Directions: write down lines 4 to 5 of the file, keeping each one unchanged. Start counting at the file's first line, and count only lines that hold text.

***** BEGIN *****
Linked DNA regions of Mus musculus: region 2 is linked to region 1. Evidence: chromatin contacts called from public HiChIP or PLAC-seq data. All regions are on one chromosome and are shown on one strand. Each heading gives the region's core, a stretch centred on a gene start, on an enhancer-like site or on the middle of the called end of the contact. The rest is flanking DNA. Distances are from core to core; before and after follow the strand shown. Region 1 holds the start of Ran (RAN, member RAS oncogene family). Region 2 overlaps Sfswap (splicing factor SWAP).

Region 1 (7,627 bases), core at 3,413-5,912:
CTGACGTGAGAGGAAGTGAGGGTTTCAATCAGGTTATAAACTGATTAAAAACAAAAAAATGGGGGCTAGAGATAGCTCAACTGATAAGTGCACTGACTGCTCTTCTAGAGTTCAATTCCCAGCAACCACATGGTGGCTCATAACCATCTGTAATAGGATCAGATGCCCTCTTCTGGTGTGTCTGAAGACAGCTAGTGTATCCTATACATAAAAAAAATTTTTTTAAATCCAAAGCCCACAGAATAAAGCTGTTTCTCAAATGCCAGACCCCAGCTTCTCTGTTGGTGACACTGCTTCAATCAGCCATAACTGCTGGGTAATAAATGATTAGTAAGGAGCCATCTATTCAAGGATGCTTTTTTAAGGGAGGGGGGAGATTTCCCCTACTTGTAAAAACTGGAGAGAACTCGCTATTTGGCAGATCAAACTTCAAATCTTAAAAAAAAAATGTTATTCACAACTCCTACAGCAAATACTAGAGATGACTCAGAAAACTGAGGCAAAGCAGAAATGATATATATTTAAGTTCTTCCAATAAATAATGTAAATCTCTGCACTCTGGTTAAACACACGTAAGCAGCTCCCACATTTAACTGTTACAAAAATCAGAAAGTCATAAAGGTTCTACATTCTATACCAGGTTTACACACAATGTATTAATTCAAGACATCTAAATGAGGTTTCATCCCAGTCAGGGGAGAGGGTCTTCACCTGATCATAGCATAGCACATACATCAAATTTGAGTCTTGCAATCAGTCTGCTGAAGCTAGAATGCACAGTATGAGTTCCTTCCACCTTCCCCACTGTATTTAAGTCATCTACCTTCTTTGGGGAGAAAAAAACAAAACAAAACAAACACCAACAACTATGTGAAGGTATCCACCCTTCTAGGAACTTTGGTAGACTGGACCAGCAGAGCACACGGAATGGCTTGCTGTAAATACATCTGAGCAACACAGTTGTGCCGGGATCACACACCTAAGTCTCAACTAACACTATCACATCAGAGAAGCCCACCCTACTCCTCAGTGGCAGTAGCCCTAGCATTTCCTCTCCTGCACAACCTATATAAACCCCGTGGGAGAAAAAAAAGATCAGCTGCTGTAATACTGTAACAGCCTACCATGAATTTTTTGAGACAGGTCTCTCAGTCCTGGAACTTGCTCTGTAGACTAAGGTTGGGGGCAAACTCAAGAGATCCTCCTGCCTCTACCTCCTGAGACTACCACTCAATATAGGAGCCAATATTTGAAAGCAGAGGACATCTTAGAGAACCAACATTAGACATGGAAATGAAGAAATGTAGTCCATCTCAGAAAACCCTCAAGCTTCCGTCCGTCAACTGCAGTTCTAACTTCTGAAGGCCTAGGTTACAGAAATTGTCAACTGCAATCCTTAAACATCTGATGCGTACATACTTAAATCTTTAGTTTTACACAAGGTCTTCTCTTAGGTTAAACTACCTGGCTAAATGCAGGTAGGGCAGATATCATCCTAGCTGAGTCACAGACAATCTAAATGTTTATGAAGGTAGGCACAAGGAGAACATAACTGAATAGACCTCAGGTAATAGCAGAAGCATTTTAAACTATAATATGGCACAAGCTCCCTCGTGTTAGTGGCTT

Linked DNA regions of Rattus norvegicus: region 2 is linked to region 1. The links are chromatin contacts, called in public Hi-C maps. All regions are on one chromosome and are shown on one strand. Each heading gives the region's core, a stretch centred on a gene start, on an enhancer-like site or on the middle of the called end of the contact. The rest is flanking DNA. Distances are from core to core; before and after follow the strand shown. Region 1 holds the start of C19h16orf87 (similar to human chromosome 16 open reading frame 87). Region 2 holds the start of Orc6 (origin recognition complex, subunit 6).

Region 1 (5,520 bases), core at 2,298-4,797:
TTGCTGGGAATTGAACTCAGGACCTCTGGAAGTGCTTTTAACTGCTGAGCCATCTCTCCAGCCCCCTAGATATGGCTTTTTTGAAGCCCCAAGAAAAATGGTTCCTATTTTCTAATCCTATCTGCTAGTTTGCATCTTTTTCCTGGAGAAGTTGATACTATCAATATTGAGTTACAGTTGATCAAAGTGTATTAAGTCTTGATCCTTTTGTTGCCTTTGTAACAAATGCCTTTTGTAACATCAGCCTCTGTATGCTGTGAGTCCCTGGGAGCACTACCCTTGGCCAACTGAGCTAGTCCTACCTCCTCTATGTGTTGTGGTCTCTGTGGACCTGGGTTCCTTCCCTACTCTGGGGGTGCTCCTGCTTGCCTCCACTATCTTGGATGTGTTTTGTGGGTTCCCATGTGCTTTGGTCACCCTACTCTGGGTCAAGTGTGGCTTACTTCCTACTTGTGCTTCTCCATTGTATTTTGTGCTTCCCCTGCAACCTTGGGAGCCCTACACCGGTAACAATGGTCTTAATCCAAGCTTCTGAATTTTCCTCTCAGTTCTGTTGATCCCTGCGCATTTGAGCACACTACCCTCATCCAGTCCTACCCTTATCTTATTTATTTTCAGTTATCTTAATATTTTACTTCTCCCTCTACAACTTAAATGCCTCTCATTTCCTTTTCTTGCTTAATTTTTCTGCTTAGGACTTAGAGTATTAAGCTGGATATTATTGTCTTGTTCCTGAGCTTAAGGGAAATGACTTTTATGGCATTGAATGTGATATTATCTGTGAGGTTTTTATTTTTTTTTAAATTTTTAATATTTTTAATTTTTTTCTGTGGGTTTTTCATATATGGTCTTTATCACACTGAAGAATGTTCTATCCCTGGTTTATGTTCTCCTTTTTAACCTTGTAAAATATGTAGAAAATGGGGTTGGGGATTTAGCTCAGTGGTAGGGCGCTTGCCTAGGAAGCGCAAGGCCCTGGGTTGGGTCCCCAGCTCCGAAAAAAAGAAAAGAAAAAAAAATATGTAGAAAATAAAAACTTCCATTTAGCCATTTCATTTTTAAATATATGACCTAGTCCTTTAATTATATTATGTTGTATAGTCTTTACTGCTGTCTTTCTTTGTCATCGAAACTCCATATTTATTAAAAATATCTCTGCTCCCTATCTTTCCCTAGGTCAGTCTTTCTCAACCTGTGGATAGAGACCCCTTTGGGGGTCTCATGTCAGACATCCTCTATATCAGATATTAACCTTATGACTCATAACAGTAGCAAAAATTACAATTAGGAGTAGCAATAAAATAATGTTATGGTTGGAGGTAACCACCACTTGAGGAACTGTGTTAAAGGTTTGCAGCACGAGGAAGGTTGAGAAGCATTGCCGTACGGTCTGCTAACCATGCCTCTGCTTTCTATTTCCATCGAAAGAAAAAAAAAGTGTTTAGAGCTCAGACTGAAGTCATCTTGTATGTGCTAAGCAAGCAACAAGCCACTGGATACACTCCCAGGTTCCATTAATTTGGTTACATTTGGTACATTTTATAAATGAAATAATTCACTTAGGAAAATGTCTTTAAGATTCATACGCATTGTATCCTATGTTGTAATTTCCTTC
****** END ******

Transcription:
Linked DNA regions of Rattus norvegicus: region 2 is linked to region 1. The links are chromatin contacts, called in public Hi-C maps. All regions are on one chromosome and are shown on one strand. Each heading gives the region's core, a stretch centred on a gene start, on an enhancer-like site or on the middle of the called end of the contact. The rest is flanking DNA. Distances are from core to core; before and after follow the strand shown. Region 1 holds the start of C19h16orf87 (similar to human chromosome 16 open reading frame 87). Region 2 holds the start of Orc6 (origin recognition complex, subunit 6).

Region 1 (5,520 bases), core at 2,298-4,797: